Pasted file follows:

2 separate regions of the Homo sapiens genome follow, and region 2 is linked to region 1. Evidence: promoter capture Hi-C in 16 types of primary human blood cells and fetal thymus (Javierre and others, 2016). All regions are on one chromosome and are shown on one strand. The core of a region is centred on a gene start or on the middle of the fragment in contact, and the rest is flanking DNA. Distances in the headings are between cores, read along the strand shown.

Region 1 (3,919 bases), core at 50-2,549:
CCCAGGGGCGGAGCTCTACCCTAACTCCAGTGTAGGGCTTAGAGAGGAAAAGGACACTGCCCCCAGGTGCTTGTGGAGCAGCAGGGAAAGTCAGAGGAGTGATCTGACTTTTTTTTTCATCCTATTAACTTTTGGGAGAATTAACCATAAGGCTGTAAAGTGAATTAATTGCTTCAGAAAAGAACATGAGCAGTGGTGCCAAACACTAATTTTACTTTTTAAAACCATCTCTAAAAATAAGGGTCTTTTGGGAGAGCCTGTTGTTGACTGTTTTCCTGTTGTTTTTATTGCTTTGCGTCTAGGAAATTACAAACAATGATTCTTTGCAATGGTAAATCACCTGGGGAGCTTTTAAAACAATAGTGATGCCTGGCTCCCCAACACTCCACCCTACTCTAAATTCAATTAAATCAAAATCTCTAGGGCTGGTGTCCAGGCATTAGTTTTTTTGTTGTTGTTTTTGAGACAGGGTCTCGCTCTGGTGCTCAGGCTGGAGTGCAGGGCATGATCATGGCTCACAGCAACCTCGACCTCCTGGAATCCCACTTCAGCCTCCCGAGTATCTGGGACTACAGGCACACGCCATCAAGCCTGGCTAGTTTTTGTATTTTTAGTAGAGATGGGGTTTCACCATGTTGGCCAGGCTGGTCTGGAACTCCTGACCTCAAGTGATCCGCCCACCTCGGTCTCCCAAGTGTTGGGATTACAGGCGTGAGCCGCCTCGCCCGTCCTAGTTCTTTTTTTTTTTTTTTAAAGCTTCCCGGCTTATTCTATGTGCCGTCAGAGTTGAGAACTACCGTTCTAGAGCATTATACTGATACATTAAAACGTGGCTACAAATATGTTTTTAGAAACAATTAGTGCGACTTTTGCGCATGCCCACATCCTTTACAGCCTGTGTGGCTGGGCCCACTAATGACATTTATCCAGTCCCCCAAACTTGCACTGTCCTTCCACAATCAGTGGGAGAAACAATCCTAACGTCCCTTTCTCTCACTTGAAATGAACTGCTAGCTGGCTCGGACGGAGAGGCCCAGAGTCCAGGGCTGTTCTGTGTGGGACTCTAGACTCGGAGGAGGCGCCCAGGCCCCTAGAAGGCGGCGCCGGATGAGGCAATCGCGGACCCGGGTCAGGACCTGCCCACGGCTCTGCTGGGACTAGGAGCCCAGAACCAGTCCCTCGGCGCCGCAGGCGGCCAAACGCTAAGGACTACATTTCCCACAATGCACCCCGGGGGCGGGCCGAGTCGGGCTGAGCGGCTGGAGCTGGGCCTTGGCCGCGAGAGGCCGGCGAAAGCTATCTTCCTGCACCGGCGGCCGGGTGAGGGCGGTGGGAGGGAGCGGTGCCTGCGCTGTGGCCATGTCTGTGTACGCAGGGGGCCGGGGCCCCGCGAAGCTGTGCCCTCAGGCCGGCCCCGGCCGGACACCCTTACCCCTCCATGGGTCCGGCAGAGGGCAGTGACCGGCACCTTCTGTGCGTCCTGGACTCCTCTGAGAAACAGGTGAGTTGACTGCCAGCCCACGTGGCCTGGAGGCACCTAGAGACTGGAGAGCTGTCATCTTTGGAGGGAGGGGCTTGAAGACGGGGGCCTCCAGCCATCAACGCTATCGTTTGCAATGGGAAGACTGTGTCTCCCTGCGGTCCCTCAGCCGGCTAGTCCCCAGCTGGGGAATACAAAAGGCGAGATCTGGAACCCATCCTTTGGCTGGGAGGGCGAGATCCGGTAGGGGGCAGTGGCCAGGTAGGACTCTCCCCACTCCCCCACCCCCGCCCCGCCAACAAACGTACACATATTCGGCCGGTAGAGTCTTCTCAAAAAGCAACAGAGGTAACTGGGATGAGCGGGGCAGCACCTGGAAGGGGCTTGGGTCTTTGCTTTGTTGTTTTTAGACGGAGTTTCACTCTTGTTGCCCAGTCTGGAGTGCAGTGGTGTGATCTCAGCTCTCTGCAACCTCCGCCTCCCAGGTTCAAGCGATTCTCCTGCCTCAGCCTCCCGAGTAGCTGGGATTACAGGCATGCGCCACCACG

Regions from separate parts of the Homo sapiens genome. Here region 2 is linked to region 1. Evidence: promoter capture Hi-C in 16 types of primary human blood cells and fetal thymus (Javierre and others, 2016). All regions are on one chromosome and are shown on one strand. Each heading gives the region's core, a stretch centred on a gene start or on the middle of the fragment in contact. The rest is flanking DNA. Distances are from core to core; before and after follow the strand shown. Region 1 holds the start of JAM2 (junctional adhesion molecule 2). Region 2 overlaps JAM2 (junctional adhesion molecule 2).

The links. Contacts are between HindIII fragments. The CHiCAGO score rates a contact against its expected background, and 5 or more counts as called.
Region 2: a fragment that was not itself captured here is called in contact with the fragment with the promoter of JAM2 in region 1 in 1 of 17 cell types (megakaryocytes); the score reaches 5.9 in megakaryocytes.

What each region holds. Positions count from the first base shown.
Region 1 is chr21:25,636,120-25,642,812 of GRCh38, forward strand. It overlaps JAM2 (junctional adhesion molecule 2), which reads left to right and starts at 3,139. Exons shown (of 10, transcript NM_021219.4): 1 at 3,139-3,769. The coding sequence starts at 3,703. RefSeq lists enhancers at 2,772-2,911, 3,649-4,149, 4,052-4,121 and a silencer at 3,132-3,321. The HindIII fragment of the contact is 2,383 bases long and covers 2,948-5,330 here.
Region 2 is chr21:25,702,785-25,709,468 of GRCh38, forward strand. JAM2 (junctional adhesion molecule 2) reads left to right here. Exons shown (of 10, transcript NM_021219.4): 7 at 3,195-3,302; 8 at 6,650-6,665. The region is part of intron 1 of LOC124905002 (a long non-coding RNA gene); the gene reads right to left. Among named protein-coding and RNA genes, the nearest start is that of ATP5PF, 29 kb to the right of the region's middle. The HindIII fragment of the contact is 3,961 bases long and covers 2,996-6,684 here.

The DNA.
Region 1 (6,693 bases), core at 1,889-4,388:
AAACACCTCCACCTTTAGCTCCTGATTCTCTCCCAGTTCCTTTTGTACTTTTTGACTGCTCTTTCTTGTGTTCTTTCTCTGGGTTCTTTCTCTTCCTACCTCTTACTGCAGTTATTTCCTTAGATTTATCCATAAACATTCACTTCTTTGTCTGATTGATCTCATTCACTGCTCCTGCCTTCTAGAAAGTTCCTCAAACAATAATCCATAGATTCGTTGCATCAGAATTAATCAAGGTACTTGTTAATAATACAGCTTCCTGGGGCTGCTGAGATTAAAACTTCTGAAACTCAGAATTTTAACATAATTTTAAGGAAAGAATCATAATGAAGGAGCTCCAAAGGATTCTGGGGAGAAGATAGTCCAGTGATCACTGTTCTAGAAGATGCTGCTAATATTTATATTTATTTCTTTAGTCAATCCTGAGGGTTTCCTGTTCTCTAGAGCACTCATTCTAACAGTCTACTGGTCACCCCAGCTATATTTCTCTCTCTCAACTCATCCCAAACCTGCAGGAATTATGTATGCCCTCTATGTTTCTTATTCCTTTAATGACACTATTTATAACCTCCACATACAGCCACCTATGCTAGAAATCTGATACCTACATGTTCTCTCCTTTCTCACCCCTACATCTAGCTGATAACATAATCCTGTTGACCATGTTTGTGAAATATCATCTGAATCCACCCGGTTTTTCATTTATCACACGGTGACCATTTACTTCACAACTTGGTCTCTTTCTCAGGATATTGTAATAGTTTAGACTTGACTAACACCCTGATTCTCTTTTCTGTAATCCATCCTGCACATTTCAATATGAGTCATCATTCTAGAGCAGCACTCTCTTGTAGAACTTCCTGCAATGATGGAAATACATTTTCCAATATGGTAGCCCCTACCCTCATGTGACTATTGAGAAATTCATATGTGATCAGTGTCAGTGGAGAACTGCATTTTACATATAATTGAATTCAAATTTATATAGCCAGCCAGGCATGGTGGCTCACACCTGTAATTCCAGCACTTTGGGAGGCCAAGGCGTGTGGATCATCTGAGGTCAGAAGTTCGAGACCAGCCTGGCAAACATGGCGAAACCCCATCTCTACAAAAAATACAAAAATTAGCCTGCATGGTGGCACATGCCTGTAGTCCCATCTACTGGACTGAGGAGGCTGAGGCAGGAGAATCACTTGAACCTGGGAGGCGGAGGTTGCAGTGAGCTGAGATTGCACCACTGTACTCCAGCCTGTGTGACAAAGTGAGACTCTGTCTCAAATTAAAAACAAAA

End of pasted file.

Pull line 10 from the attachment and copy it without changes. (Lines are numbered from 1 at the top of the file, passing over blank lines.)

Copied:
The DNA.